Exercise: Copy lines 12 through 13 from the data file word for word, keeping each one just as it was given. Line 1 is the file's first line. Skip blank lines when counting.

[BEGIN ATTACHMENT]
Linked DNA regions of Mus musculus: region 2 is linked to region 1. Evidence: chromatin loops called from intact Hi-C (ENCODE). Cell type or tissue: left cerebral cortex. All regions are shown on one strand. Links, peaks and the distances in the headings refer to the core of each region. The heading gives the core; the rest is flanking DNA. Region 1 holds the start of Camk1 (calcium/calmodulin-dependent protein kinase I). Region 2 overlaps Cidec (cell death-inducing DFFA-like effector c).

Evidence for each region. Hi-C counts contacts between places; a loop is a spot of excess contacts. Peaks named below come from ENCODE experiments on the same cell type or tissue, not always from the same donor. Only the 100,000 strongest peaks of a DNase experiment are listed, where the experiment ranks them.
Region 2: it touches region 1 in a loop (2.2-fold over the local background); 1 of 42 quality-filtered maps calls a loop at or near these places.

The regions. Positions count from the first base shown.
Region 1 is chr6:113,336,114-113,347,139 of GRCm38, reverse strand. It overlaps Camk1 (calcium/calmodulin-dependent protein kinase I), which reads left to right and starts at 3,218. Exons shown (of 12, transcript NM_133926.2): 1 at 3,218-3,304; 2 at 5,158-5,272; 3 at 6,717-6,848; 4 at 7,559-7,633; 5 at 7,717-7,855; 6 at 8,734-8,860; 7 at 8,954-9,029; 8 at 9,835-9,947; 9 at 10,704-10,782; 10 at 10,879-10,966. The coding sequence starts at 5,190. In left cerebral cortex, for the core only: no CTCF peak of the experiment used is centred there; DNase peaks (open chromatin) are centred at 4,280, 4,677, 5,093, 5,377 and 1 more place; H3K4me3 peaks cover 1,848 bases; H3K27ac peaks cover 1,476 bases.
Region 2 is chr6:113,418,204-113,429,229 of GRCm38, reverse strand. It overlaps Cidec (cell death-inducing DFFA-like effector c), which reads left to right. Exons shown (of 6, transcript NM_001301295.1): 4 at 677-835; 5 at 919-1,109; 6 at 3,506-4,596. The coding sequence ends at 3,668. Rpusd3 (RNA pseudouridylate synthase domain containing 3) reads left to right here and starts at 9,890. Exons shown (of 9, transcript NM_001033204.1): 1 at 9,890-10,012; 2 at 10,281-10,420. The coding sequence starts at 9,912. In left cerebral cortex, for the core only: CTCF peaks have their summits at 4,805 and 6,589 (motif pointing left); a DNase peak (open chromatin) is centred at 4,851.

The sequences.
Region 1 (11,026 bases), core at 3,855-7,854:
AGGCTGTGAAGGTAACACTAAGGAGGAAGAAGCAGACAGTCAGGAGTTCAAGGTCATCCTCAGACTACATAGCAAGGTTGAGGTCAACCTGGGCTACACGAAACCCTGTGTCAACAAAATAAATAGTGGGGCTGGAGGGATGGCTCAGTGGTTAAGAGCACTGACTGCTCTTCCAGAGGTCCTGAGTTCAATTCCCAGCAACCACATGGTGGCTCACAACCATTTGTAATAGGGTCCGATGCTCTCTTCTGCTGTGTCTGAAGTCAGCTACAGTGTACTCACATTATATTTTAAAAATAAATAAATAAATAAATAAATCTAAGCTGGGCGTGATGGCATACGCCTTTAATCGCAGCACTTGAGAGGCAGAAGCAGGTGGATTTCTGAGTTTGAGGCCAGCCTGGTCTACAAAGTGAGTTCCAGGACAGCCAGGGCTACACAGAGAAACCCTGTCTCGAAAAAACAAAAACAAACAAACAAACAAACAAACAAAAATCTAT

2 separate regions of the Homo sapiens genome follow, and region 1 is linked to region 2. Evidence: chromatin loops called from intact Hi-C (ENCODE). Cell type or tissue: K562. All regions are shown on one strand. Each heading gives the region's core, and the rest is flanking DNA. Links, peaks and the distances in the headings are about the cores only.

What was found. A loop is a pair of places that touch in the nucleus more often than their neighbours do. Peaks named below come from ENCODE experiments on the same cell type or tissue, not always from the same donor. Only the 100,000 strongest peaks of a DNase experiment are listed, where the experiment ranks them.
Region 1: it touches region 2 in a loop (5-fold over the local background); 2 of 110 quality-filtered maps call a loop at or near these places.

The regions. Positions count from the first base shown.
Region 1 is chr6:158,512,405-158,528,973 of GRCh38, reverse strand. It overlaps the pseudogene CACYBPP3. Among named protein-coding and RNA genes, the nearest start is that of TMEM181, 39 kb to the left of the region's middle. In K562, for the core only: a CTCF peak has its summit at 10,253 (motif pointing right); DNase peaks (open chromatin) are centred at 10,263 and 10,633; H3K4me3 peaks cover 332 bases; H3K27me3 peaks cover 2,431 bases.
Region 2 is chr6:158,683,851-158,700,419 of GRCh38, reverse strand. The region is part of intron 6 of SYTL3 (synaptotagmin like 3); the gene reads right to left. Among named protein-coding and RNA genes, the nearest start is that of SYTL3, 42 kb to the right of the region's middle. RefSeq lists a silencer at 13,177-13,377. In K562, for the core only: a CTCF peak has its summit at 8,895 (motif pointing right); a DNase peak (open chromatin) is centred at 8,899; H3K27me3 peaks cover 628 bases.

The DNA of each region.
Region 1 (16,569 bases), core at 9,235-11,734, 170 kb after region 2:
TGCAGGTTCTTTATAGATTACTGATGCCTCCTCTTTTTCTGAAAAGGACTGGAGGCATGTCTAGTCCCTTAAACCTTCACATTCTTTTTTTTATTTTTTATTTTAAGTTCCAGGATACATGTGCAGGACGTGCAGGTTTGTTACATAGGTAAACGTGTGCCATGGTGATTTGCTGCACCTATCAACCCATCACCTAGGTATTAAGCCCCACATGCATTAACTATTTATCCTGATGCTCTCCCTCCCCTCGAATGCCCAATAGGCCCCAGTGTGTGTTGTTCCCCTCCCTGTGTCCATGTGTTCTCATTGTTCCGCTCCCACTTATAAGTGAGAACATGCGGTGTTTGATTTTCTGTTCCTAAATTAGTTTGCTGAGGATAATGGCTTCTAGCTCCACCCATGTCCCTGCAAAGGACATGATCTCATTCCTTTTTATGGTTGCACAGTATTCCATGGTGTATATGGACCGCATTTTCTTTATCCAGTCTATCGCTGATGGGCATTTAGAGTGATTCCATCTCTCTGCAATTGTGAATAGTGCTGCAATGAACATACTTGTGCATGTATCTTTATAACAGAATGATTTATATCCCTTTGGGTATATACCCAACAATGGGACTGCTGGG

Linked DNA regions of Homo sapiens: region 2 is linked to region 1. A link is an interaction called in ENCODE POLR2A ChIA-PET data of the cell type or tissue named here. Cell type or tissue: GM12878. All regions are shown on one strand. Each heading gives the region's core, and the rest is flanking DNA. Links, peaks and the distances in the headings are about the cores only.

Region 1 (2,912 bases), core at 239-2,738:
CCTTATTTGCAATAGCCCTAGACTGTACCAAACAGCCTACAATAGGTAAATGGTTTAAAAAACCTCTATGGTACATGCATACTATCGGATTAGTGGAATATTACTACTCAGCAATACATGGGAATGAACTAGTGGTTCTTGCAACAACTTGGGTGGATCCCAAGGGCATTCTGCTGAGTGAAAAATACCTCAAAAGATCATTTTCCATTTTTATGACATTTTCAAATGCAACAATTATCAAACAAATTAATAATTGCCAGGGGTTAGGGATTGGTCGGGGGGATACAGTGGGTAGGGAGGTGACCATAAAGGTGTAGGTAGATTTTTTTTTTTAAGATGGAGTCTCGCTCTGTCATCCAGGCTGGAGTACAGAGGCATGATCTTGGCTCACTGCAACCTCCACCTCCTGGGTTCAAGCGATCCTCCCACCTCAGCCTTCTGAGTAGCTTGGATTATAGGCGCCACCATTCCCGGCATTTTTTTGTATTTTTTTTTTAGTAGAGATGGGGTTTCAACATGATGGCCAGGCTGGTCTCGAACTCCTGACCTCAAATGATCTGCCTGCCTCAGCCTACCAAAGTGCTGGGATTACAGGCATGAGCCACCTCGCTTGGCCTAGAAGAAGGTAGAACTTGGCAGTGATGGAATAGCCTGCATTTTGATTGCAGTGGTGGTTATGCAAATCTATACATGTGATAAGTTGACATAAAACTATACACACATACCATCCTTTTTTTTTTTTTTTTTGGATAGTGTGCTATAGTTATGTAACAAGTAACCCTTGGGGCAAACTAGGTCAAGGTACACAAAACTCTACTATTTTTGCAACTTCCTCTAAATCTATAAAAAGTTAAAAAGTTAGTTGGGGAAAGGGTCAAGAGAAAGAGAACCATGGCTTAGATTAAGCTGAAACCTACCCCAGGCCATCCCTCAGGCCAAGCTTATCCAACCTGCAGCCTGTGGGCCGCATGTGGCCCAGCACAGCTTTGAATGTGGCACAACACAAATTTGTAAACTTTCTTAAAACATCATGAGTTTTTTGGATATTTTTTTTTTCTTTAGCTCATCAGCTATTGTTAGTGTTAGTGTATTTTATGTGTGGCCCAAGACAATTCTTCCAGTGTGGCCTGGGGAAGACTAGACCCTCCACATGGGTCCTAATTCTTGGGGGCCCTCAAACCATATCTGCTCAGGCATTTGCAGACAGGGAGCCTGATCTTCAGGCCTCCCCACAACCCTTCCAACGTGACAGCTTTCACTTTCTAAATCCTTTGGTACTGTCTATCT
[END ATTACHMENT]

Region 1: it touches region 2 in a loop (5-fold over the local background); 2 of 110 quality-filtered maps call a loop at or near these places.

The regions. Positions count from the first base shown.